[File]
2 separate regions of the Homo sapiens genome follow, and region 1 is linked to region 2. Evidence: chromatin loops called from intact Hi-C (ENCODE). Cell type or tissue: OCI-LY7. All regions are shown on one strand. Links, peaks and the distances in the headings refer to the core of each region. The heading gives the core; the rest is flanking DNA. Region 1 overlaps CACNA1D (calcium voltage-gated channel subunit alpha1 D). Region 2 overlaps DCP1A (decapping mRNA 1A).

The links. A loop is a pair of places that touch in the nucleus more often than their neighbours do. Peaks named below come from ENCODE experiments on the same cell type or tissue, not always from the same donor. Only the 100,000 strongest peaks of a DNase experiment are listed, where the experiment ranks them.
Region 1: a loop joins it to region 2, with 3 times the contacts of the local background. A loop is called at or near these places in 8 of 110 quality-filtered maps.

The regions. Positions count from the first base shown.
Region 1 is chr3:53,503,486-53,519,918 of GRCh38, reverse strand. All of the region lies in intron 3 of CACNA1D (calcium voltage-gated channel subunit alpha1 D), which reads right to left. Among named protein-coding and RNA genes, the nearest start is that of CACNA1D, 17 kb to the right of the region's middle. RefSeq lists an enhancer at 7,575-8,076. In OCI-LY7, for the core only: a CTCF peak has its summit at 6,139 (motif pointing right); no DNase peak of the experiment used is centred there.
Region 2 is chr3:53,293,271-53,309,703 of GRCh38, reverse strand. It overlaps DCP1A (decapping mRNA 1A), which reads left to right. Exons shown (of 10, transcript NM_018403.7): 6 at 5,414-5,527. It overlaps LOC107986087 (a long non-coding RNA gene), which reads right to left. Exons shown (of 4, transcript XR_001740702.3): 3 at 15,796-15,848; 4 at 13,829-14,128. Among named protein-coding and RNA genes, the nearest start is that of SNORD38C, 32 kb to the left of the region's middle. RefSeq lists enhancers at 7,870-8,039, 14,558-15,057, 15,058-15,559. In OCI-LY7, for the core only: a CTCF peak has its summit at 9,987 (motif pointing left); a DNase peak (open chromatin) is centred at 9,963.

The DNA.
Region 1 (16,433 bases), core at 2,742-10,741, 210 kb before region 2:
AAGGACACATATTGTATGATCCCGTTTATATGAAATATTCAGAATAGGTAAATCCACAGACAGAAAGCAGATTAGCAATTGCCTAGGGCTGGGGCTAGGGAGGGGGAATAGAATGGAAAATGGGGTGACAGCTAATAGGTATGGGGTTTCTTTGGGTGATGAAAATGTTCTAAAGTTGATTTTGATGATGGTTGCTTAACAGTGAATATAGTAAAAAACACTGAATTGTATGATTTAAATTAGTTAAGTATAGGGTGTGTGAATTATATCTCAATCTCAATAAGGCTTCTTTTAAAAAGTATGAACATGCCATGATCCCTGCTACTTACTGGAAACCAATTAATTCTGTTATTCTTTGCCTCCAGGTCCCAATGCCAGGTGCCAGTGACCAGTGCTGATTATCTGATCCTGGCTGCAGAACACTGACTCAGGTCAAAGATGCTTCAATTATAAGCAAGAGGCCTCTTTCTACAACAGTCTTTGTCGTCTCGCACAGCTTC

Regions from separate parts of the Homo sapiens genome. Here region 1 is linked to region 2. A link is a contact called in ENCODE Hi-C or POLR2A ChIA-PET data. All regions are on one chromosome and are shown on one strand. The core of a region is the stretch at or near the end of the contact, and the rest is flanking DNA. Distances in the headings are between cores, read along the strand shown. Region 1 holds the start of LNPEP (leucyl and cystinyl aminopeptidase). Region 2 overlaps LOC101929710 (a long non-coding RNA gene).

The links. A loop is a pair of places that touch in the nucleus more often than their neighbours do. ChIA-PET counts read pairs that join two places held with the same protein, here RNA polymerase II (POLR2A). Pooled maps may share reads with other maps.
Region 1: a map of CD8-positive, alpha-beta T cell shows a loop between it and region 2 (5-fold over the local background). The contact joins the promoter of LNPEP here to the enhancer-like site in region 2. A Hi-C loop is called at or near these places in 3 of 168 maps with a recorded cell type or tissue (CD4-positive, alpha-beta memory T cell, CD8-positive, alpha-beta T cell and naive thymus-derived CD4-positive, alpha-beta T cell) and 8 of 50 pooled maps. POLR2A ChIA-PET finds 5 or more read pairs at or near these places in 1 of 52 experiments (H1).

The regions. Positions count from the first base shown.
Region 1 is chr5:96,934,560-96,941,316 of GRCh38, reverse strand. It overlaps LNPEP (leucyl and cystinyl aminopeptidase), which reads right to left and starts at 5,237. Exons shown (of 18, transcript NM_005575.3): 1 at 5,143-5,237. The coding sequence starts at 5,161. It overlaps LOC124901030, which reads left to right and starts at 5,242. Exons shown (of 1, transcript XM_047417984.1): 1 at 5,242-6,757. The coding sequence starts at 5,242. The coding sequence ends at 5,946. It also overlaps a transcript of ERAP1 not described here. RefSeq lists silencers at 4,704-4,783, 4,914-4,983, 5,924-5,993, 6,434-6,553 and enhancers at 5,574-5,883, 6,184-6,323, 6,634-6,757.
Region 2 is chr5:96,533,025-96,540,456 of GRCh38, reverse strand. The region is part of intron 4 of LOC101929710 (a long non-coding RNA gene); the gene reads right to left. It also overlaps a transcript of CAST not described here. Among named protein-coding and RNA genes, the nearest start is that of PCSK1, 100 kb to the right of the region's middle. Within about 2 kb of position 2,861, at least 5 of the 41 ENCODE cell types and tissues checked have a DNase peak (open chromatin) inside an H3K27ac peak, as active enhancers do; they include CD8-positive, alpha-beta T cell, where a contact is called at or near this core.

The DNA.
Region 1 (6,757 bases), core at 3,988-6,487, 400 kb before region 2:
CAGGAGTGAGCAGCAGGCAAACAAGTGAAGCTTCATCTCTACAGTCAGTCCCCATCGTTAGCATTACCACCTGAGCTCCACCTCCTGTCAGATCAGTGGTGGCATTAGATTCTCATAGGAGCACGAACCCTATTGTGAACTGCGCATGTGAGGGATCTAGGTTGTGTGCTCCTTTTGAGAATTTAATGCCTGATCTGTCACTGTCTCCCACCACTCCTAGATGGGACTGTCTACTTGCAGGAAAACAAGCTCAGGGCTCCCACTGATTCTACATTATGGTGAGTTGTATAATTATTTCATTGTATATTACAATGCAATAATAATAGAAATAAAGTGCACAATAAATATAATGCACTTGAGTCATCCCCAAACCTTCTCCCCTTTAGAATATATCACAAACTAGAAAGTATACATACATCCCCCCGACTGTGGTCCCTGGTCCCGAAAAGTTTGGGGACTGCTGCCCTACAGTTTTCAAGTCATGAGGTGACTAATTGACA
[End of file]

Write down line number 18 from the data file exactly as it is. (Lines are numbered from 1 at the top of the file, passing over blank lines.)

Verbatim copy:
CAGGAGTGAGCAGCAGGCAAACAAGTGAAGCTTCATCTCTACAGTCAGTCCCCATCGTTAGCATTACCACCTGAGCTCCACCTCCTGTCAGATCAGTGGTGGCATTAGATTCTCATAGGAGCACGAACCCTATTGTGAACTGCGCATGTGAGGGATCTAGGTTGTGTGCTCCTTTTGAGAATTTAATGCCTGATCTGTCACTGTCTCCCACCACTCCTAGATGGGACTGTCTACTTGCAGGAAAACAAGCTCAGGGCTCCCACTGATTCTACATTATGGTGAGTTGTATAATTATTTCATTGTATATTACAATGCAATAATAATAGAAATAAAGTGCACAATAAATATAATGCACTTGAGTCATCCCCAAACCTTCTCCCCTTTAGAATATATCACAAACTAGAAAGTATACATACATCCCCCCGACTGTGGTCCCTGGTCCCGAAAAGTTTGGGGACTGCTGCCCTACAGTTTTCAAGTCATGAGGTGACTAATTGACA